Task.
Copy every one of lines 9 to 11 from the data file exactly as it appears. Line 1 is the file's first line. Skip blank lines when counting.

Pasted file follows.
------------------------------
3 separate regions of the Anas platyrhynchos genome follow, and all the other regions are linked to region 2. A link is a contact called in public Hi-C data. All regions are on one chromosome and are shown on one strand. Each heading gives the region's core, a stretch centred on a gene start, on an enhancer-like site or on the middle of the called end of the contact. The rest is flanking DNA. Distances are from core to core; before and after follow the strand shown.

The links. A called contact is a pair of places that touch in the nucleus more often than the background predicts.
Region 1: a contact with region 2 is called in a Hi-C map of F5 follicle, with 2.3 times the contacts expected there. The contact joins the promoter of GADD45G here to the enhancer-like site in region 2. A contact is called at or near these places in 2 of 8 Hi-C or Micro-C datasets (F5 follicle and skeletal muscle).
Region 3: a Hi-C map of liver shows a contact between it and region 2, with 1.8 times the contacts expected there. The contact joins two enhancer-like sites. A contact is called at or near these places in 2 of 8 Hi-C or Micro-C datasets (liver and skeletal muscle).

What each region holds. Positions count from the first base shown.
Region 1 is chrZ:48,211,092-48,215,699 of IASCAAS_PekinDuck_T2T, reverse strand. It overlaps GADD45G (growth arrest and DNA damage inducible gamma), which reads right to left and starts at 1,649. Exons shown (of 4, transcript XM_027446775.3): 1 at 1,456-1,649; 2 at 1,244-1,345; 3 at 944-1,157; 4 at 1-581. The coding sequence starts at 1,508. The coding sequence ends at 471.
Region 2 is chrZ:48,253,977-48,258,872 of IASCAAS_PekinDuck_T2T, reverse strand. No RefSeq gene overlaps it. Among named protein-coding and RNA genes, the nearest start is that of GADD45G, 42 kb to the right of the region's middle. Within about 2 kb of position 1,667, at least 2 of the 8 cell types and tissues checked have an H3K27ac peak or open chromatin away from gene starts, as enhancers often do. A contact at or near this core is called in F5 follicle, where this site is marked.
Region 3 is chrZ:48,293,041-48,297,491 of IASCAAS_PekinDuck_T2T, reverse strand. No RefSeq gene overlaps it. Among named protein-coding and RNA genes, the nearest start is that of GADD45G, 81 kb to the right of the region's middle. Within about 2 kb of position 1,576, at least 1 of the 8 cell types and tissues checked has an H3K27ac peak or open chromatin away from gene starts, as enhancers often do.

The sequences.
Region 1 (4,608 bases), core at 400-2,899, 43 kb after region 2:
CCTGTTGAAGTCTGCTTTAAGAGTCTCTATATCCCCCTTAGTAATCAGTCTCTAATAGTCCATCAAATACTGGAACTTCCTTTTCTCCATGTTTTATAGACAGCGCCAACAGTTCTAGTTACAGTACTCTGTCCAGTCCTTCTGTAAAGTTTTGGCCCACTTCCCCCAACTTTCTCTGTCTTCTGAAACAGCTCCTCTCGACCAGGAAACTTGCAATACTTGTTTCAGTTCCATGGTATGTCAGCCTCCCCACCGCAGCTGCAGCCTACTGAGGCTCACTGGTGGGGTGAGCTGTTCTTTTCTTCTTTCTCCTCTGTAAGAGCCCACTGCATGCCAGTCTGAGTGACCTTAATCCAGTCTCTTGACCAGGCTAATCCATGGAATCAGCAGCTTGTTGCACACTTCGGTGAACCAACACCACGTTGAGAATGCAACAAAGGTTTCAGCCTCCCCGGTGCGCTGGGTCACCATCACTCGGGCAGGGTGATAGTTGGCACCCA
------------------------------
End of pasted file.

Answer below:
The sequences.
Region 1 (4,608 bases), core at 400-2,899, 43 kb after region 2:
CCTGTTGAAGTCTGCTTTAAGAGTCTCTATATCCCCCTTAGTAATCAGTCTCTAATAGTCCATCAAATACTGGAACTTCCTTTTCTCCATGTTTTATAGACAGCGCCAACAGTTCTAGTTACAGTACTCTGTCCAGTCCTTCTGTAAAGTTTTGGCCCACTTCCCCCAACTTTCTCTGTCTTCTGAAACAGCTCCTCTCGACCAGGAAACTTGCAATACTTGTTTCAGTTCCATGGTATGTCAGCCTCCCCACCGCAGCTGCAGCCTACTGAGGCTCACTGGTGGGGTGAGCTGTTCTTTTCTTCTTTCTCCTCTGTAAGAGCCCACTGCATGCCAGTCTGAGTGACCTTAATCCAGTCTCTTGACCAGGCTAATCCATGGAATCAGCAGCTTGTTGCACACTTCGGTGAACCAACACCACGTTGAGAATGCAACAAAGGTTTCAGCCTCCCCGGTGCGCTGGGTCACCATCACTCGGGCAGGGTGATAGTTGGCACCCA